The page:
Lawrence Bonassar 3D printed a real, honest-to-goodness prosthetic ear: One made of living tissues that can theoretically graft onto a human head with the same flex and feel as the real thing.
Once the domain of tech labs and cute charms, 3D printing — the process of creating objects by “printing” successive layers of a structural material — had made massive gains in the medical field. Bonassar, an associate professor at Cornell University, focuses on regeneration and analysis of muscoskeletal tissues, a.k.a. regenerating “parts of the body.” He and his lab have successfully created a 3D printed ear which was grafted on to lab rats, but can these developments be applied to humans? Read on to find out why Bonassar believes so.

What’s the Deal?

The short version is that Bonassar created an ear from a 3D printer which could be used in humans in the near future. The long version is complicated, but also enormously cool. It turns out that an ear is a tricky thing to print — not just for its inner-workings, but for its consistency too.
The cartilage found in ears is uniquely flexible, but Bonassar and his lab at Cornell are working to create synthetic materials that make replacing ears — and other cartilage-based human parts — easier for everyone.
Replacing cartilage comes with a certain amount of trauma, since it generally has to be taken from another part of the body (like, say, the ribs). To create a synthetic ear, Bonassar is able to scan the head of a potential patient and use a 3D printer to build a precise and unique plastic mold. Unlike the objects found at Makers Fairs, Bonassar fills the molds with a combination of collagen, living cartilage cells, and other materials that promote growth. In effect, they are printing living tissue.
And about 15 minutes later, you have an ear.

Why It Matters

The prospect of printing replacement body parts and organs is huge. For the most part, 3D printing has been a way to quickly and cheaply prototype different projects. For example, it has become an expedient way for Kickstarter projects to demonstrate cool new ideas without having to spend hundreds to build a fully functioning prototype.
Bonassar’s project is a little different, however. Instead of prototyping, the technology is being used to create finished products, and instead of gizmos and gadgets, it’s being used to create real, organic materials. The impact goes well beyond simply replacing ears. The complexities of 3D printing cartilage can provide important lessons for creating even more complicated organs.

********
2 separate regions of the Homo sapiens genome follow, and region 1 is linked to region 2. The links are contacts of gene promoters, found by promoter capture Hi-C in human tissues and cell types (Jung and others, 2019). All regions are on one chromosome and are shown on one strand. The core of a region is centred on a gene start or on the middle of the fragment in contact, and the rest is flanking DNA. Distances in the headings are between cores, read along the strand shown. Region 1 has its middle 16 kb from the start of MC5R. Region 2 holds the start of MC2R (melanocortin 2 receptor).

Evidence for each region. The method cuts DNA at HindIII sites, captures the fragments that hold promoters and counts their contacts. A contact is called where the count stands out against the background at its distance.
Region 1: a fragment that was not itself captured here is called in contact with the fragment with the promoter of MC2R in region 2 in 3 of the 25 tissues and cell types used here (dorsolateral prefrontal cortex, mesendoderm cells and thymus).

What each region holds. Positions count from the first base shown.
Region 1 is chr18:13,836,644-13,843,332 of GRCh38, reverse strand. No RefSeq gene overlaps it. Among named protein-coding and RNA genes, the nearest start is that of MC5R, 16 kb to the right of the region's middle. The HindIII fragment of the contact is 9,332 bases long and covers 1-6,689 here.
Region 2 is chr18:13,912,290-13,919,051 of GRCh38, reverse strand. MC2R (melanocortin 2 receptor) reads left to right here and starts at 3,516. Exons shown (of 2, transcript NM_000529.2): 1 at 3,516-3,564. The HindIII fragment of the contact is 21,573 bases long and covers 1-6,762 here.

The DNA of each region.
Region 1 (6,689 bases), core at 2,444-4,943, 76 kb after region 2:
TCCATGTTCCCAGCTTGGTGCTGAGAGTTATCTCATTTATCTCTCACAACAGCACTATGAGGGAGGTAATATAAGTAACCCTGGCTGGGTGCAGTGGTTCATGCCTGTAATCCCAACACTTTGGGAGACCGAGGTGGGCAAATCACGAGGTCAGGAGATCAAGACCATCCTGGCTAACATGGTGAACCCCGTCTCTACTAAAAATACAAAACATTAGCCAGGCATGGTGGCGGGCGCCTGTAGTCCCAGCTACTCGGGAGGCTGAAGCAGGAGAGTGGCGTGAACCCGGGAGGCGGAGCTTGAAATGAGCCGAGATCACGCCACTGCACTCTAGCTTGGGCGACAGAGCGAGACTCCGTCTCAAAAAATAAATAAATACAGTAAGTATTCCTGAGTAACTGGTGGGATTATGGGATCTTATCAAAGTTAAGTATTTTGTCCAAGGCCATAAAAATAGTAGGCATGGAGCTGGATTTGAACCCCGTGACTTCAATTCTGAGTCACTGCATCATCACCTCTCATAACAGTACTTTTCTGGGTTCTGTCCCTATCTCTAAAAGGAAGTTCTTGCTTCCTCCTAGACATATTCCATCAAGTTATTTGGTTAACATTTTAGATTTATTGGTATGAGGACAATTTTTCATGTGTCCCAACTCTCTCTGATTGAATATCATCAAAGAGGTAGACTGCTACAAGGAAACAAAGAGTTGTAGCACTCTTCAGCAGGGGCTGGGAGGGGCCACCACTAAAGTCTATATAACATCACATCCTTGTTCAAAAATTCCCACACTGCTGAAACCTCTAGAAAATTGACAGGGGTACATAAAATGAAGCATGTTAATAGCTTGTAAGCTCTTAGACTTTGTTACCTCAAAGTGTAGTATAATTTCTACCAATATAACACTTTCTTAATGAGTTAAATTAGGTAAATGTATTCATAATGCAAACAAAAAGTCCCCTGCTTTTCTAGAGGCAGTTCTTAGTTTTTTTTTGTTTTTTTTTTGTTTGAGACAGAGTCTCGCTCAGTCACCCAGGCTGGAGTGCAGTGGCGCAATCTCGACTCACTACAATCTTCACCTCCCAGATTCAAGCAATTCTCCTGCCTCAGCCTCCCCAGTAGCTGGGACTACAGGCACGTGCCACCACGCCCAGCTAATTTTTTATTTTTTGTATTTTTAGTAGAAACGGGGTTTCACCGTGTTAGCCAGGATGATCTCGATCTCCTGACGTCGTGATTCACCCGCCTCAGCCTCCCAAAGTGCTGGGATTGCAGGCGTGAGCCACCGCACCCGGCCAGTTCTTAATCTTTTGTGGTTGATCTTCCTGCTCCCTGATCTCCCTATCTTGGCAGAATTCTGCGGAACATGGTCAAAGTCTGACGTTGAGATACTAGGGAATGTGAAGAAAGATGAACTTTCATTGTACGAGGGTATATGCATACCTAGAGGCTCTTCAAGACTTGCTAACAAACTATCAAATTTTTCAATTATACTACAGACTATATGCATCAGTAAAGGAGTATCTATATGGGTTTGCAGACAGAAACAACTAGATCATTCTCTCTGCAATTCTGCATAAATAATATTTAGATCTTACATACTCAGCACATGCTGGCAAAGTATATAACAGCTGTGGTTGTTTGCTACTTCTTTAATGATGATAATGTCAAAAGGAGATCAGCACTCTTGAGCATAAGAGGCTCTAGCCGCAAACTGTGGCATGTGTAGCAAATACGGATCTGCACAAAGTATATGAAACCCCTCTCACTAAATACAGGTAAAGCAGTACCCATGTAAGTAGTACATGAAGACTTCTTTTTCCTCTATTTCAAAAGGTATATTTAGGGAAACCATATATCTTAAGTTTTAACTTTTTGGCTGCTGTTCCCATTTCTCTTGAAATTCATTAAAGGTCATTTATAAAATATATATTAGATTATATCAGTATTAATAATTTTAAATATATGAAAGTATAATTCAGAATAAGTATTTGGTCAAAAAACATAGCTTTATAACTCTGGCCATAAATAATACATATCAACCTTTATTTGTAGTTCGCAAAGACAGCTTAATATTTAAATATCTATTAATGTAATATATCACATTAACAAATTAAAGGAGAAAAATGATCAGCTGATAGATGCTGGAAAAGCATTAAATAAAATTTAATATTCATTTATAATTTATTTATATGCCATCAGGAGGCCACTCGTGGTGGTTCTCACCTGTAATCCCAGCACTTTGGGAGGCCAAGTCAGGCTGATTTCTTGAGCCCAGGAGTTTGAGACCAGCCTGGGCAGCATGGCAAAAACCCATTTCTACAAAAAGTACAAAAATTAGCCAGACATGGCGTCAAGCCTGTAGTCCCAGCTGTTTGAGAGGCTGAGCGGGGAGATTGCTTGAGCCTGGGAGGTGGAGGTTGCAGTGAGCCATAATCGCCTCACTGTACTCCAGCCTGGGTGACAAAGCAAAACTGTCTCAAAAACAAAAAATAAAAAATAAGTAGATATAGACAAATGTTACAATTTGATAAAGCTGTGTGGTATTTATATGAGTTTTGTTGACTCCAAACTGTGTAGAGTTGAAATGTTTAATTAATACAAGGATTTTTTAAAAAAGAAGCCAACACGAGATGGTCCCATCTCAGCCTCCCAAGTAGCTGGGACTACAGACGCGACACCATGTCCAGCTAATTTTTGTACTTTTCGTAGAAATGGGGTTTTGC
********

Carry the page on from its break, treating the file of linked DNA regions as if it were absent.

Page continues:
While it may sound a little like science-fiction, other labs have already started experimenting withprinting fully-functioning organs such as hearts, livers, and kidneys. The impacts of something like this are nearly endless. It could radically improve the quantity and quality of replacement organs and reduce stress on organ donor programs, as well as ease the surgery itself by allowing doctors and scientists to create bespoke body parts tailored and sized for every individual.

Is It Legit?

Almost. Bonassar was able to create a prosthetic human ear, but so far it has only been tested on rats. In tests, published in PLoS One, synthetic ears grafted onto rats kept their shape and flexibility even after the collage was overtaken by the rats’ own cartilage. Although those tests were a success, it’s still too early to test on humans.
Bonassar’s lab has also experimented with synthetic spinal discs, also tested on rats, to help those with chronic back pain. While both the discs and ears are better able to mimic the qualities of human cartilage, the ears are still purely prosthetic: They will look and feel right, but they won’t replace or repair the hearing function of a real ear. At least not yet.
What are the benefits of a 3D printed organ? Would you trust one? Sound off in the comments or tweet the author at @zsniderman.
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Wednesday, February 20, 2013

Marchers tear-gassed, invaders ‘embraced’

Marchers tear-gassed, invaders ‘embraced’

Joseph Tawie | February 21, 2013
BN leaders have 'lost the plot', says Sarawak PKR, alluding to the incursion in Sabah and the deportation of Aussie Senator Nick Xenophon.
KUCHING: Is it not ironical that thousands of Malaysians rallying for clean and fair elections were tear-gassed and hunted down like criminals, while 100 armed men in army fatigue who “invaded” Sabah recently are being dealt with “kid gloves”?
The double standard practised by the Barisan Nasional administration never ceases to shock, said Sarawak PKR chief Baru Bian.
Blaming Prime Minister Najib Tun Razak’s “weak” administration, Bian also cited another irony –the detention and subsequent deportation of Australian Senator Nick Xenophon.
He said it was now obvious to all that the current leadership had “lost the plot”.
“A government that treats armed invaders in Sabah with kid gloves but deports a senator from a friendly neighbouring country has clearly lost the plot.